Until 1970, there was no single method for pricing an option. The value of option was mainly based on market sentiment. In this situation, traders who predicted an increase in the share price preferred call options more than traders who had a negative outlook on the underlying asset. Some market players used their own rules based on observations. For example, the price of at-the-money options was calculated as a percentage of the price of the underlying asset.

The first step in understanding option models is to study the fundamental relationship between the option price before the expiration date and the price of the underlying asset. This article explores this relationship by testing the regularities applicable to European options that do not pay dividends.

**Rule 1**

The call option can never cost more than the underlying asset.

c ≤ S

c - call option price

S - spot price of the underlying asset

If rule 1 is not followed, the trader would have an opportunity to earn risk-free profit. For example, a trader could buy a share for $100 and sell a call option on that share for $110. Thus, the trader owns the share and is fully protected regardless of whether this option is exercised or not. In this case, the trader will always earn profit regardless of the direction of the share price.

**Rule 2**

The minimum value of a European call option per share that does not pay dividends is either zero or the difference between the spot price of the underlying and the discounted strike value.

c ≥ max (0; S - Xe^{-rt})

Regarding the first part of the statement, the price of an option cannot drop below zero, even if the option is far out of the money. To check the second part of the law, let's consider in-the-money call with a strike of $130 and an expiration date in a year. The spot price of the underlying asset is $140 and the annual risk-free interest rate is 10%. Rule 2 states the following:

Minimum option price = $140 – $130/1.1 = $21.82

Let's say that the call option with a strike of $130 is traded on the exchange at $15. Then the trader will build an arbitrage strategy as follows:

- Short position on the stock for $140

- Buy a call option with a strike price of $130 at $15

The rest ($140 - $15 = $125) is deposited for one year at 10%.

In one year the deposit account will be $137.5. If after one year the stock is worth $150, the call option is exercised and the trader buys the stock for $130 and earns $137.5 – $130 = $7.5, as it is necessary to close a short position. If the share price drops to $120, the value of the option will go down to zero and the profit will be $137.5 – $120 = $17.5.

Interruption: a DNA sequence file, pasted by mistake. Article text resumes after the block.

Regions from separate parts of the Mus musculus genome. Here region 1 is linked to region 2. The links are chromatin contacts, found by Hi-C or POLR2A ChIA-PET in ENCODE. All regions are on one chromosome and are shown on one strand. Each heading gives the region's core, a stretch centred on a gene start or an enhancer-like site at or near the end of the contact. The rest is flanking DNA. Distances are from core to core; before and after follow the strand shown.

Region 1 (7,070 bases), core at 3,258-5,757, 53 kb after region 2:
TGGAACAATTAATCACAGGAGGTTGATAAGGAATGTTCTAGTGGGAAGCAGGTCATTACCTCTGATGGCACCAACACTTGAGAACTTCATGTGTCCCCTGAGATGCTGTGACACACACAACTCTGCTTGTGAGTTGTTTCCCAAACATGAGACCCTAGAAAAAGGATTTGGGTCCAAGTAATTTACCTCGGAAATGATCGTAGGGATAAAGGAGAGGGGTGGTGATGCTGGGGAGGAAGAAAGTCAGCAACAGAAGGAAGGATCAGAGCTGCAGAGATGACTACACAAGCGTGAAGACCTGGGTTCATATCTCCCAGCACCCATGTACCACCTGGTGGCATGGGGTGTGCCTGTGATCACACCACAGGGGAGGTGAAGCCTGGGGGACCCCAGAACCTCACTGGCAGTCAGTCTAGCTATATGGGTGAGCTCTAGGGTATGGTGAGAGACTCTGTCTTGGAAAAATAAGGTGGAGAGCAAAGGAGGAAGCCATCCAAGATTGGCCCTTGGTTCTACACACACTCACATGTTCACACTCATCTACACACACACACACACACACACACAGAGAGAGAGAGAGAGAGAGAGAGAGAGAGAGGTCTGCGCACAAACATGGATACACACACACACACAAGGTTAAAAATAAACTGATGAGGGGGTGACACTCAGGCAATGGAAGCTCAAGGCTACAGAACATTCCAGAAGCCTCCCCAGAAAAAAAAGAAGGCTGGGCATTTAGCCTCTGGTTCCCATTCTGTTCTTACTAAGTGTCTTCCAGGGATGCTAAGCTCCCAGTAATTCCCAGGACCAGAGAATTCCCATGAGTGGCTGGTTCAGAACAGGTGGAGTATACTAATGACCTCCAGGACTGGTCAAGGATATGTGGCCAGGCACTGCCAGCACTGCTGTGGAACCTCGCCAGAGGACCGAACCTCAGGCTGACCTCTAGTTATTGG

It turns out that when buying an option and selling a stock, the strategy always brings profit, which contradicts the laws of statistics. The catch is the option premium equal to $15. If the option is worth $21.82 or more, the payout of the strategy will bring either 0 or losses. Therefore, a call option must cost at least $20, which is the difference between the spot price of the underlying and the discounted strike value.

**Rule 3**

There is a link between European call and put options, which have the same strike price and expiration dates, which market participants and academics call put-call parity.

p + S = c + Xe^{-rt}

p - put option price

c - call option price

S - spot price of the underlying asset

X - strike price

To check this formula, we will compare call and put options with a strike of $80 and maturity in one year. The stock's spot price is $90, the call option price is $25, and the annual risk-free interest rate is -10%. Discounted strike price is $72.73. What is the fair value of a put option?

Let's look at two portfolios:

Portfolio A: |
Put with strike $80 + 1 stock |

Portfolio B: |
Call with strike 80 + deposit $72,73 |

Two portfolios have similar payouts at the end of the option one year later.

**Scenario 1**

For example, if the share price fell to $70 a year later, the value of portfolio A is $80:

$10 (put option price) + $70 (share price) = $80

While the value of portfolio B also equals $80:

$0 (call option price) + $80 (deposit at 10% p.a.) = $80

**Scenario 2**

If the share price rises to $110 in a year, then portfolio A is worth $110:

$0 (put option price) + $110 (one share price) = $110

The value of portfolio B is also $110: $30 (call option payout) + $80 (deposit at 10% p.a.).

The same value of two portfolios in all scenarios leads to the conclusion: the value of the portfolios should be equal at the moment of their formation.

The current value of portfolio B is $97.73: $25 (call option price) and $72.73 (deposit). Therefore, portfolio A should also be worth $97.73 today. Since the spot share price is $90, the put option price is $7.73. The put-call parity offers a similar result.

p + S = c + Xe^{-rt}

p + $90 = $25 + $72,73

p = $7,73